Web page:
Phalen Leadership Academies charter network seeks $10 million for sports complex

Eight people play basketball or stand in a gym with red and grey flooring and tall walls.

Sign up for Chalkbeat Indiana’s free daily newsletter to keep up with Indianapolis Public Schools, Marion County’s township districts, and statewide education news.

For Javonte Bailey, being on the track team at James and Rosemary Phalen Leadership Academy meant running through the hallways and up the cramped staircase by the school’s only small gym. 

Track is one of several sports teams at the Indianapolis school that must take advantage of whatever space is available in the hallway, or auditorium, or gym — or even a parking lot turned into a miniature football field outside. 

“We’re literally all on top of each other,” said Zion Maxwell, a junior on the cheer team, who worries about being too loud during practice while the after-school tutoring classes are nearby. 

To help students like Zion, the Phalen Leadership Academies charter network is seeking to raise $10 million by 2025 for a sports complex at the far eastside school of roughly 800 students. The charter school is located in a high-needs area that relies on community resources to keep students safe and engaged after school. 

Students at James and Rosemary Phalen — one of several Phalen schools in Indianapolis — say their peers are currently deterred from enrolling in after-school sports by the space limitations and lack of facilities. A new sports complex, they say, would also ease transportation headaches and provide a secure and healthy environment for students. 

“It’ll be a safe place,” said Lakyi Herring-Jackson, a junior. “A place for people who live over here on the far eastside, for them to stay off the streets, stay away from the violence, stay away from the things that aren’t good for them.”

The network is turning to donors to help build a field for football, track, and soccer on a nine-acre plot of land next to the school. Officials also hope to build a new basketball facility with two full courts for practice.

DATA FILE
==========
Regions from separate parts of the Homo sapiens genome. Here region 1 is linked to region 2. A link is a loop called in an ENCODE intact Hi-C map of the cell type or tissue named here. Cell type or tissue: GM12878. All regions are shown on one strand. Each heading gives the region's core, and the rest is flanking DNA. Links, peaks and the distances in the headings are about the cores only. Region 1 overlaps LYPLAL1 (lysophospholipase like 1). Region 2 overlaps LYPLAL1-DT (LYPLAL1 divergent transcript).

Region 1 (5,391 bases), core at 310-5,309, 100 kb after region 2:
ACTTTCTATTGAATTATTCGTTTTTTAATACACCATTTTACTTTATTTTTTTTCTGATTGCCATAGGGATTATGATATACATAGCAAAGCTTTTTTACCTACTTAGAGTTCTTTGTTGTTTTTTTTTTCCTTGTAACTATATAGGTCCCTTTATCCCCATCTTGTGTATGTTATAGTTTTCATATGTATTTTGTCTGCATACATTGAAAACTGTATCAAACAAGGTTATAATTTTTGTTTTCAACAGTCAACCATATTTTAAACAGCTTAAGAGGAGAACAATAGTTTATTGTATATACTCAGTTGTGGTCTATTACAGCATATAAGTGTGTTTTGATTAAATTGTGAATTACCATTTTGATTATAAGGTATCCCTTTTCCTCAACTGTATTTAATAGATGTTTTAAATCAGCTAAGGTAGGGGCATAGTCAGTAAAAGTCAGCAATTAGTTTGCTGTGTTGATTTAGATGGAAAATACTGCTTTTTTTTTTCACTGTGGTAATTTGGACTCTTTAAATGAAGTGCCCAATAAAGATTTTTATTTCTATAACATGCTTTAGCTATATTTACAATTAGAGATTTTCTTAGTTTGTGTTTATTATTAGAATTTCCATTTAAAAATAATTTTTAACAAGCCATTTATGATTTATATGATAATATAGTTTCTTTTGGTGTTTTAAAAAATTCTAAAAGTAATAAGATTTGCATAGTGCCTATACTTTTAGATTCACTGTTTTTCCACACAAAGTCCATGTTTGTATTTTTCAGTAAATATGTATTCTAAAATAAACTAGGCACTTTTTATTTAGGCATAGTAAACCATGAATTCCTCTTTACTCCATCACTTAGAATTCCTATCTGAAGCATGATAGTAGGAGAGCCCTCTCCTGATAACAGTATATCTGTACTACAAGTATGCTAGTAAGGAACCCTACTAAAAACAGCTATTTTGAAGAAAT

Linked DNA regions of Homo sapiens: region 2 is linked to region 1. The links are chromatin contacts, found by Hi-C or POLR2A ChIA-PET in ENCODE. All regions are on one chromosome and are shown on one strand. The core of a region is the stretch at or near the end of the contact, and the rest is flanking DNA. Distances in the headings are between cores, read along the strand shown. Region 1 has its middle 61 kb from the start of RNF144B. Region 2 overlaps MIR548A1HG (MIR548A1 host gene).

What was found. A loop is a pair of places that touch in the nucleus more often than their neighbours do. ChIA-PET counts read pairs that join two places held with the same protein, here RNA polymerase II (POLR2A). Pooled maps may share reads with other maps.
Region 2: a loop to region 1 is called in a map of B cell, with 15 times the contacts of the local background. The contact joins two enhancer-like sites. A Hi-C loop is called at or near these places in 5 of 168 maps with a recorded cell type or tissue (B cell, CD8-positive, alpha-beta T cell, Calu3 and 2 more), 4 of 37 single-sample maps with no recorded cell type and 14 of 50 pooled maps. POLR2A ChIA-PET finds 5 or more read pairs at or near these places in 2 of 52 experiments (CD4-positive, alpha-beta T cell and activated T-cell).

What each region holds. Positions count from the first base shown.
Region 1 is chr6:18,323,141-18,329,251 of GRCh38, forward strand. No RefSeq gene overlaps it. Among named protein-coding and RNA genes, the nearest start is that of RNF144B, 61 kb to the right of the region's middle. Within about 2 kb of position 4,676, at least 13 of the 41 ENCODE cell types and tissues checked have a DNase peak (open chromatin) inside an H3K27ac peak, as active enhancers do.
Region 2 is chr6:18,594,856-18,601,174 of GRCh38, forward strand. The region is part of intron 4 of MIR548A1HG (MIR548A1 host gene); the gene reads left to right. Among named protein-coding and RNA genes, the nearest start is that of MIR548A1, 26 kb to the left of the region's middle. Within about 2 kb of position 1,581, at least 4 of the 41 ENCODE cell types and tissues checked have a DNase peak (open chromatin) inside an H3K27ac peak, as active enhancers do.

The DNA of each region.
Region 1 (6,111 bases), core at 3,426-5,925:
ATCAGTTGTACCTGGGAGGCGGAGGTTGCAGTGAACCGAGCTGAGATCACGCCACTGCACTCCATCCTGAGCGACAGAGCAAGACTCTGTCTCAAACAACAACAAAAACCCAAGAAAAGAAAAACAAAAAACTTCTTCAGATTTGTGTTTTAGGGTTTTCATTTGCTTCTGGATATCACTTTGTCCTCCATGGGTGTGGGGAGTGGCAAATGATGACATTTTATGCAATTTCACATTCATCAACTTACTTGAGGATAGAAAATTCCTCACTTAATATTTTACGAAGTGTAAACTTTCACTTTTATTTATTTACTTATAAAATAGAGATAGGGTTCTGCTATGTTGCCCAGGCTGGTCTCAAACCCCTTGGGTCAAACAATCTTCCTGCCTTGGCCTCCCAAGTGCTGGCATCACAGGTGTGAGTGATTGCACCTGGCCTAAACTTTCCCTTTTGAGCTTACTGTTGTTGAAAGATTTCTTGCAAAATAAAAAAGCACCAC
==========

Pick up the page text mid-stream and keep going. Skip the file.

Having a sports complex at the school would allow parents with limited transportation options to actually see their children compete, students said. It would also mean some students, such as those on the football team, won’t need to leave the school to practice like they did in the past. 

Earlier this year, the Central Indiana Land Trust donated the nine-acre plot next to the school. In addition to the field for football, track and soccer, officials hope to use it for a concession stand and fieldhouse. 

The school has also raised a little under $2 million toward the project so far, said Earl Martin Phalen, the founder and CEO of the Phalen network. 

Phalen said he hopes individuals, foundations, and corporations will serve as donors for the complex, which will be named after Sean Cowdrey, his nephew. Naming rights are also available for parts of the complex such as the track or the field, he said. 

“It’ll be nice for people to come to Phalen and see what we offer, instead of us having to go out,” Zion said. 

Amelia Pak-Harvey covers Indianapolis and Lawrence Township schools for Chalkbeat Indiana. Contact Amelia at

The Latest

La recientemente elegida integrante del consejo escolar Marlene De La Rosa, quien por años ha luchado por la comunidad hispana, fue elegida vicepresidenta.

Why does this West Side high school have only 33 students?

The election of Olson as president puts an experienced leader at the helm of a school board that had earned a reputation for dysfunction and infighting.

Some observers say they wish Gov. Gretchen Whitmer had gone further in shaking up Michigan’s education system.

Colorado Department of Education officials said the state doesn’t have data yet showing whether the online learning platform is making a difference.

Educators don’t want to endorse the state’s culture wars, or get ensnared in them.